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I have a following workflow in my application: there can be X requests from users (usually 5-10 simultaneously) who want to search for something in the system (each request is handled in a separate thread).

Each search can be handled in parallel (which I am currently implementing). Threads/CPU usage isn't really the problem here as those tasks aren't CPU intensive. The database is the bottleneck.

Currently I set up a separate DB connection pool only for the search mechanism - with max pool size set to 10. I know that's not much but I can't set it up higher. Now I am trying to figure out how to set the thread pool for each search (per user).

Each request (thread) will spawn a separate thread pool (and in this pool each thread will handle a part of a given user's search). Will setting this thread pool's size to a fixed size (lets say 4) be really problematic if for instance 10 users hit the "search" button at once since it would spawn 10 thread pools with 4 threads each = 40 threads and there are only 10 db connections in the pool? I guess some of the threads would simply be idle and the rest would race to get a connection for the pool but would that really be a huge problem?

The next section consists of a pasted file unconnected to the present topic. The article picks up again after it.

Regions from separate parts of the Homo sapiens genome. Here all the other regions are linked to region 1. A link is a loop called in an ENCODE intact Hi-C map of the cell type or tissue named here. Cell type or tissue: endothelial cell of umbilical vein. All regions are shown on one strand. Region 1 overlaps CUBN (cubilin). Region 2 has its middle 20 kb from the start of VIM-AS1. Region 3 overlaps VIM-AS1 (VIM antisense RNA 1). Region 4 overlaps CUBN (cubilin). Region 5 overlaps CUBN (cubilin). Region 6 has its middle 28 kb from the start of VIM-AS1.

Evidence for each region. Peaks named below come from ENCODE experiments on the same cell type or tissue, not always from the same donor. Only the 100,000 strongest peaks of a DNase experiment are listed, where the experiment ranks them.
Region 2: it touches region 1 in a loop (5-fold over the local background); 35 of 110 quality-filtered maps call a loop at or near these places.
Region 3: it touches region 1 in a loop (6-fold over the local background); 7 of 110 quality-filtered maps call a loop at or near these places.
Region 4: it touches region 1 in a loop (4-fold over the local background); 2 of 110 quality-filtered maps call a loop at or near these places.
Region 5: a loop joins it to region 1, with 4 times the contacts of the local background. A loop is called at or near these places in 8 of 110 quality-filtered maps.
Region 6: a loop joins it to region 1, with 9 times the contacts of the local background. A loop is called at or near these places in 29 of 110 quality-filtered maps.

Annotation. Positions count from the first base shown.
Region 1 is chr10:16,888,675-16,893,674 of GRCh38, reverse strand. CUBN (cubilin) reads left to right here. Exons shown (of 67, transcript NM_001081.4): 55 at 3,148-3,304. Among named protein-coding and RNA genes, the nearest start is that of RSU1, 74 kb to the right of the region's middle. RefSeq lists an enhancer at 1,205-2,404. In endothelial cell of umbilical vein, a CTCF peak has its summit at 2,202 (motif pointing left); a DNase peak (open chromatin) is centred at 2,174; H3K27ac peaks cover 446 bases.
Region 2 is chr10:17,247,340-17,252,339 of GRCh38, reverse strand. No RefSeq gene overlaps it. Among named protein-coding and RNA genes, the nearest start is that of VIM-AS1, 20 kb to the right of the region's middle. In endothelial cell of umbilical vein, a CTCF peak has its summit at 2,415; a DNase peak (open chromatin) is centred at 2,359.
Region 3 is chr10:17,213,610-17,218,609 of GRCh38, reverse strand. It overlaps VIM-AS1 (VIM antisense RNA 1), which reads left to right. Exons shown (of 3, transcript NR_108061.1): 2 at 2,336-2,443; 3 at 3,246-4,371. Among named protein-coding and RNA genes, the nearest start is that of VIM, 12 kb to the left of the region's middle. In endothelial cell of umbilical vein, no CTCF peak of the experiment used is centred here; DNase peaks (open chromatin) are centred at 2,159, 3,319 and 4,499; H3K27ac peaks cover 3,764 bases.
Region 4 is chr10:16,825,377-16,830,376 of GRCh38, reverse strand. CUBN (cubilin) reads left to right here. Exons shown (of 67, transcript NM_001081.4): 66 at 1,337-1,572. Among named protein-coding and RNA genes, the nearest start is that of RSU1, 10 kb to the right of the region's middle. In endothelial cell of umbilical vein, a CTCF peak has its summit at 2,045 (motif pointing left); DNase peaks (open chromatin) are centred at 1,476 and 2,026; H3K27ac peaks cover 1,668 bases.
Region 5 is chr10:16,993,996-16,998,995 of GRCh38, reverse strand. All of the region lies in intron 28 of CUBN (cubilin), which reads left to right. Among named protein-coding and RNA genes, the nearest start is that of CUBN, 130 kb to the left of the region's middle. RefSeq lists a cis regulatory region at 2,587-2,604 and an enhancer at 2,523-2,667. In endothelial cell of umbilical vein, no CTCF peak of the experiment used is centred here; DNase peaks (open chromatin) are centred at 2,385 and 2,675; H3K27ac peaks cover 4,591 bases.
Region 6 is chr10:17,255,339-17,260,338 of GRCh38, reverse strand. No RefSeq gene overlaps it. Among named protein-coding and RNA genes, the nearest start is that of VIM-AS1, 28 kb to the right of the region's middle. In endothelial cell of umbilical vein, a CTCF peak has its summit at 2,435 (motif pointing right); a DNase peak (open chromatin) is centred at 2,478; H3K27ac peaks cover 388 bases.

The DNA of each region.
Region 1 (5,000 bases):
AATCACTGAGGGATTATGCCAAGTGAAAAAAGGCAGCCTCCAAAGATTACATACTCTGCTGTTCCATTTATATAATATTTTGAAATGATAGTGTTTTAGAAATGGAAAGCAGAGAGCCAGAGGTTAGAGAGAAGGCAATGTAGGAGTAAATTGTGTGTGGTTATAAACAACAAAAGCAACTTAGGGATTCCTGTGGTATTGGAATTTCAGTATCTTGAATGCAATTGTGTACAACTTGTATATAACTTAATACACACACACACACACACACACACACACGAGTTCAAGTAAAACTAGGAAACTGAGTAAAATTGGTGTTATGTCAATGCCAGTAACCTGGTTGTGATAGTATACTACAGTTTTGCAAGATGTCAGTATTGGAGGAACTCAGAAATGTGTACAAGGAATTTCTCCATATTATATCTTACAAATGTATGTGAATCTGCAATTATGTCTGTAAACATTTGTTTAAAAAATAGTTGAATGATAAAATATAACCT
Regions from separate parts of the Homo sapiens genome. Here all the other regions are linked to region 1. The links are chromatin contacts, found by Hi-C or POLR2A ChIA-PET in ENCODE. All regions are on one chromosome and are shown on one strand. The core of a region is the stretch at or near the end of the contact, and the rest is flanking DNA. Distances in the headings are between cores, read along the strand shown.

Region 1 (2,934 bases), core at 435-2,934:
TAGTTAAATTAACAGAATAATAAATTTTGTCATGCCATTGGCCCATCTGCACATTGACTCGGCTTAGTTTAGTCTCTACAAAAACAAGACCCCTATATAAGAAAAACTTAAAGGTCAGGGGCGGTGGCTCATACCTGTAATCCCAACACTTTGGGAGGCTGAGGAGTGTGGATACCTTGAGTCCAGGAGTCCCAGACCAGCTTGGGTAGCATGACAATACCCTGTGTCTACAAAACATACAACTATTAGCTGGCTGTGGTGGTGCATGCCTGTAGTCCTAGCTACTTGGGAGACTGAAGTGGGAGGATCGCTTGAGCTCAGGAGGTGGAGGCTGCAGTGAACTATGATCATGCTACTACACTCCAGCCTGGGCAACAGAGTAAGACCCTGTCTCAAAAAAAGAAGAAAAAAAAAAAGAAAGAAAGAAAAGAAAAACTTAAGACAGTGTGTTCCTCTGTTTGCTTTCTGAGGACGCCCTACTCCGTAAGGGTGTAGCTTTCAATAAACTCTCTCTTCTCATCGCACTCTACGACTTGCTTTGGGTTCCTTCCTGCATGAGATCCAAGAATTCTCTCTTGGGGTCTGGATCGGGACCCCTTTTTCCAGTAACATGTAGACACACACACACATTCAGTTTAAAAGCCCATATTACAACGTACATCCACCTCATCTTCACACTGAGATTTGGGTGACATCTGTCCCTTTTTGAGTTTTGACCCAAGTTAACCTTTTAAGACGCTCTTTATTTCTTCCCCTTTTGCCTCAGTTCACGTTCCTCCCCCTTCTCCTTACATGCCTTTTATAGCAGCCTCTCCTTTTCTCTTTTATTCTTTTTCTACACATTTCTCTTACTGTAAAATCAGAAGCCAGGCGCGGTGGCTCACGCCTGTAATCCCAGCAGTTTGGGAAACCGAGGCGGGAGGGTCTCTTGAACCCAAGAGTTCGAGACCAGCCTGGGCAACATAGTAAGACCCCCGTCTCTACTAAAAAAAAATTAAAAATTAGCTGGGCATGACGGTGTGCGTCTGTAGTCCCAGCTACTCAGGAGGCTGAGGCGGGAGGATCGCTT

If yes then what would be the best course of action:

  1. checking how many thread pools there already are while creating a new one and adjusting its (this new pool's) max thread pool size accordingly (say there are already 2 pools with 4 threads each then the new one would be created with max threads set to 2 and even newer pools with lets say only 1 max thread). This would mean that each next user's search would be substantially slower.
  2. creating the thread pool with the same max thread pool size (i.e. 4) but implement my own thread pool which would dynamically check how many threads there are in the application and resize maxThreadPoolSize accordingly (in this case for instance all thread pools, 2 old ones and the new one, would be downsized to lets say 3 thread). This would require each thread pool access to some shared object containing information about all thread pools in the application.
  3. something else?

EDIT: Thanks for all the comments/answers. To clarify why I wanted a thread pool per request - that was done so one user would not use up the whole threadpool. The flow is exactly like this: when a user hits "search" a list of objects is generated (this list can be ranging from 1 item up to thousands), then for each item a DB lookup is performed. Now it is all performed sequentially. After my changes each task handles one lookup (because the search on DB is pretty slow it gives me a really huge boost - I know I could try to do some DB fine tuning but I'm not in charge of it).

The problem is that if I User1 comes and performs a really generic search for X thousand generated items it can take several minutes (or more). So I can have thousands of tasks in the executor from a single user. Then if I have a shared thread pool with lets say max 10 threads (the same number as connection pool) this request will be put in thread pool's Queue. Now if User2 comes and performs his search he will have to wait for User1's search to finish as his search will be put into that same Queue. This is a situation I want to avoid with thread pool per request.